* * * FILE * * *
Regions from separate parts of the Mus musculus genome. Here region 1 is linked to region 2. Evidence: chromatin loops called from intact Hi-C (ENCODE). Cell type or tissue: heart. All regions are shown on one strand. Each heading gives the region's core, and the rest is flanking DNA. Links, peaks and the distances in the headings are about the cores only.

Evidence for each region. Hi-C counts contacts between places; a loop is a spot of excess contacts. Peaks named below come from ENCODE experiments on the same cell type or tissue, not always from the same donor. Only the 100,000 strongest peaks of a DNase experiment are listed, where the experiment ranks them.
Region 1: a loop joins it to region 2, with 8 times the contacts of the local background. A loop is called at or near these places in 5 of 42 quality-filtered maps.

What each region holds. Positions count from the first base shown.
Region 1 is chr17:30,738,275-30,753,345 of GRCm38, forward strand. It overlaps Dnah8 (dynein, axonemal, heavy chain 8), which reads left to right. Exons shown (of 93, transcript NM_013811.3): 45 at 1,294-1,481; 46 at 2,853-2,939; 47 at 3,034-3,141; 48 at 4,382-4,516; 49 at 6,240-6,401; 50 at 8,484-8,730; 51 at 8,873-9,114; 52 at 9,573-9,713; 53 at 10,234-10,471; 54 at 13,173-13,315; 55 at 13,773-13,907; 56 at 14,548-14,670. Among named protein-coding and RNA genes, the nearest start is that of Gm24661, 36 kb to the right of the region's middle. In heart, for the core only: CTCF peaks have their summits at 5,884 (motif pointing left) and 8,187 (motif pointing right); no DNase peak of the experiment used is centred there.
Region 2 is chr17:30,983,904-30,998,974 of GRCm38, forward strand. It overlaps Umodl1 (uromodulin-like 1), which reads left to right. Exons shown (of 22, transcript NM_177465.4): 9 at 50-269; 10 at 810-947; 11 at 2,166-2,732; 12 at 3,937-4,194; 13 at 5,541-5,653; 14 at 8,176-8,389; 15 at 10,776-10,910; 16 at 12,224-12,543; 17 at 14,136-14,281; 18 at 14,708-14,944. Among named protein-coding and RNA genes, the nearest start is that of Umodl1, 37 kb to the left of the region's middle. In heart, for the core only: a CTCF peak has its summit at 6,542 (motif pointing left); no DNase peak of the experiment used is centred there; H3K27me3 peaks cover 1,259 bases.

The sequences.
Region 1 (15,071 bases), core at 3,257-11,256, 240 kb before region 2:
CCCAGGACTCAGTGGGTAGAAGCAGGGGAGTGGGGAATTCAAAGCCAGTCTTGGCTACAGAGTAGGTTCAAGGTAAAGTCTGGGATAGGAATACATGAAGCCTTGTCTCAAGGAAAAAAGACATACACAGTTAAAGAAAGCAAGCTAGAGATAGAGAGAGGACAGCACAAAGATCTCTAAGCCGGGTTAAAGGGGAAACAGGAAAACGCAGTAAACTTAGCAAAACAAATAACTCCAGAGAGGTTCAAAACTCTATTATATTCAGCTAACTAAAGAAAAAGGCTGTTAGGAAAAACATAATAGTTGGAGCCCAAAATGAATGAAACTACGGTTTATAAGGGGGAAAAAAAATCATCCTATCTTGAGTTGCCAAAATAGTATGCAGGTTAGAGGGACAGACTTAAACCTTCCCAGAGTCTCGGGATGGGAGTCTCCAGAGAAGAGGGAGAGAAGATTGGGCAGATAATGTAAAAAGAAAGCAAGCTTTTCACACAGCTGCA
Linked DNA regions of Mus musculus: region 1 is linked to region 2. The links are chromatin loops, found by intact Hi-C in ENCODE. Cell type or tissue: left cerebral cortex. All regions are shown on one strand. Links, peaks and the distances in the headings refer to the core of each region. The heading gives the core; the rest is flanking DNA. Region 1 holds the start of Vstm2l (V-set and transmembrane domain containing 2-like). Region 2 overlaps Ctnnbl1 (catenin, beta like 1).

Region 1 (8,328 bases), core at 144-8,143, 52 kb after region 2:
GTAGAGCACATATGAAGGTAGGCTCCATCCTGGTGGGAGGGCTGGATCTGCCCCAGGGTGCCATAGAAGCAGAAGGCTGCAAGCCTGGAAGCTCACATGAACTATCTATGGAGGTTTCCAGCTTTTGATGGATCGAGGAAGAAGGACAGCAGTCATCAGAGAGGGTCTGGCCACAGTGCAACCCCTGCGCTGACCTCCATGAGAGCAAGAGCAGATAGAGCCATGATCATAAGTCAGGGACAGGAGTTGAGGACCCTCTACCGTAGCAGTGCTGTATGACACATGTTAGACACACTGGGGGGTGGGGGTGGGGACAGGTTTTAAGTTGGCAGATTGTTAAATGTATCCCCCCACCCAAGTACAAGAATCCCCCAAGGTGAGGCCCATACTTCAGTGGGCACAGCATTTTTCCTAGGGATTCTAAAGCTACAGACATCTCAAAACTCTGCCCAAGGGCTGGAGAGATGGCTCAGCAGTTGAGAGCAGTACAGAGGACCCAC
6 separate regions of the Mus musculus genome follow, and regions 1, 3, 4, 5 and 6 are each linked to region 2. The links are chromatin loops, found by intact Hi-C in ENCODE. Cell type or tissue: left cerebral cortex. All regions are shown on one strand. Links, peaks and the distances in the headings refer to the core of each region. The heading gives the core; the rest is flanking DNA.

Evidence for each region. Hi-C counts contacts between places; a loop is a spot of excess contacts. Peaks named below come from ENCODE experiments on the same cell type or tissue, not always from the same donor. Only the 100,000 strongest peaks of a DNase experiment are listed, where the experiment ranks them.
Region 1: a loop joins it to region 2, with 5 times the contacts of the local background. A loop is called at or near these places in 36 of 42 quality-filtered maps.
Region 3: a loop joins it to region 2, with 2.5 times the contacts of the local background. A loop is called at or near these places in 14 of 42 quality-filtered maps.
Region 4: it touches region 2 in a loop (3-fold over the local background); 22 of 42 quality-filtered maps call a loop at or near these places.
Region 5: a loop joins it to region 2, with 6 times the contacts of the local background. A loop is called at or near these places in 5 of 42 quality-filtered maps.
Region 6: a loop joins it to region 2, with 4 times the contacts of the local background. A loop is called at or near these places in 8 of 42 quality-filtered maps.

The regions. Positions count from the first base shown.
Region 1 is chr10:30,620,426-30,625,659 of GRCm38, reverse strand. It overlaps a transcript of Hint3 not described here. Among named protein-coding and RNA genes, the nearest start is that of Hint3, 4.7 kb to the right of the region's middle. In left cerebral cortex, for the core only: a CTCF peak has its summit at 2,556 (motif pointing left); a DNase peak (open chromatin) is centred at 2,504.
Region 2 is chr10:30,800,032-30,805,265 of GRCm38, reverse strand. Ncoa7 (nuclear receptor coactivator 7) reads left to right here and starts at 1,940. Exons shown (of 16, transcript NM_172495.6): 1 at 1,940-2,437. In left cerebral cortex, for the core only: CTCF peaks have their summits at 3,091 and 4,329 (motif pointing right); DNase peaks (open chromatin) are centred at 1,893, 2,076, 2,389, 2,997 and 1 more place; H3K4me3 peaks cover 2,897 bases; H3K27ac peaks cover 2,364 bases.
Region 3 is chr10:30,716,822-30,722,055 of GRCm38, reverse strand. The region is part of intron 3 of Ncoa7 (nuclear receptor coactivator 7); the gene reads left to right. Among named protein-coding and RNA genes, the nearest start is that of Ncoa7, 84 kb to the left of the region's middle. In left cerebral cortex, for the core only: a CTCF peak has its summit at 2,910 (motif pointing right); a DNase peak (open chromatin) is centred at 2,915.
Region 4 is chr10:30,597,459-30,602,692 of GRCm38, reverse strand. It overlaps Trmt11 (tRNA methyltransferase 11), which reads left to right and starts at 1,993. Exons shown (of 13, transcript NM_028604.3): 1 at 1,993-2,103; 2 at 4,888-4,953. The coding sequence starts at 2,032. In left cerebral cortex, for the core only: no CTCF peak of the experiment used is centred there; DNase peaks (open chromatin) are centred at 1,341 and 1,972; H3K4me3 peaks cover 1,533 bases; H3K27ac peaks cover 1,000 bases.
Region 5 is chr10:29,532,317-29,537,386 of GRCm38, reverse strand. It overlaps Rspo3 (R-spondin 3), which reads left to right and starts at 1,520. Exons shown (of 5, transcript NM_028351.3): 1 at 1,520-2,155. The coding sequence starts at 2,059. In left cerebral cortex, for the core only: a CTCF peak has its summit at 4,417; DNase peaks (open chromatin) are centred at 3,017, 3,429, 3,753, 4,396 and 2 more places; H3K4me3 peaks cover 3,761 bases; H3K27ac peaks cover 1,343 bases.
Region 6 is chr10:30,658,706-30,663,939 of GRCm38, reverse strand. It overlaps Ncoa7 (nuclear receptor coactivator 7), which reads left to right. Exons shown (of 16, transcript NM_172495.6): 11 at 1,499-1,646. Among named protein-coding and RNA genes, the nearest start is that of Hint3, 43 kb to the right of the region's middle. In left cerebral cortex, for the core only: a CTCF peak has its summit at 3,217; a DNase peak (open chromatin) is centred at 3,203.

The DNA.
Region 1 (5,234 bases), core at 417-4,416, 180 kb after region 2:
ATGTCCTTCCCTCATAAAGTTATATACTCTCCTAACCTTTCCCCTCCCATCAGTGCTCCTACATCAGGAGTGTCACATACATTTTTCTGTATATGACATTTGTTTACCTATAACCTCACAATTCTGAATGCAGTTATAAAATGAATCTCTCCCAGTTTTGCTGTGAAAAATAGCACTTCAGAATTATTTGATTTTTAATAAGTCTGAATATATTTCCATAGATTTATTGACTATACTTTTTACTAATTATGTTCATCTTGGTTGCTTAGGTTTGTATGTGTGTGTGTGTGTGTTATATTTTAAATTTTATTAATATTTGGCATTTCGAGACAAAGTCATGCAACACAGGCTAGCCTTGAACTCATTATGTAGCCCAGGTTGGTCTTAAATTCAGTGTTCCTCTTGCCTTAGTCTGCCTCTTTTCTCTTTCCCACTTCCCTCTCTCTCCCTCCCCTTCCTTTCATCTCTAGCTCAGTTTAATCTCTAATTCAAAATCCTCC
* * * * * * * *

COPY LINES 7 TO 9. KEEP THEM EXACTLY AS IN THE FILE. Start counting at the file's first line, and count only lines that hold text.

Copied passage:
The sequences.
Region 1 (15,071 bases), core at 3,257-11,256, 240 kb before region 2:
CCCAGGACTCAGTGGGTAGAAGCAGGGGAGTGGGGAATTCAAAGCCAGTCTTGGCTACAGAGTAGGTTCAAGGTAAAGTCTGGGATAGGAATACATGAAGCCTTGTCTCAAGGAAAAAAGACATACACAGTTAAAGAAAGCAAGCTAGAGATAGAGAGAGGACAGCACAAAGATCTCTAAGCCGGGTTAAAGGGGAAACAGGAAAACGCAGTAAACTTAGCAAAACAAATAACTCCAGAGAGGTTCAAAACTCTATTATATTCAGCTAACTAAAGAAAAAGGCTGTTAGGAAAAACATAATAGTTGGAGCCCAAAATGAATGAAACTACGGTTTATAAGGGGGAAAAAAAATCATCCTATCTTGAGTTGCCAAAATAGTATGCAGGTTAGAGGGACAGACTTAAACCTTCCCAGAGTCTCGGGATGGGAGTCTCCAGAGAAGAGGGAGAGAAGATTGGGCAGATAATGTAAAAAGAAAGCAAGCTTTTCACACAGCTGCA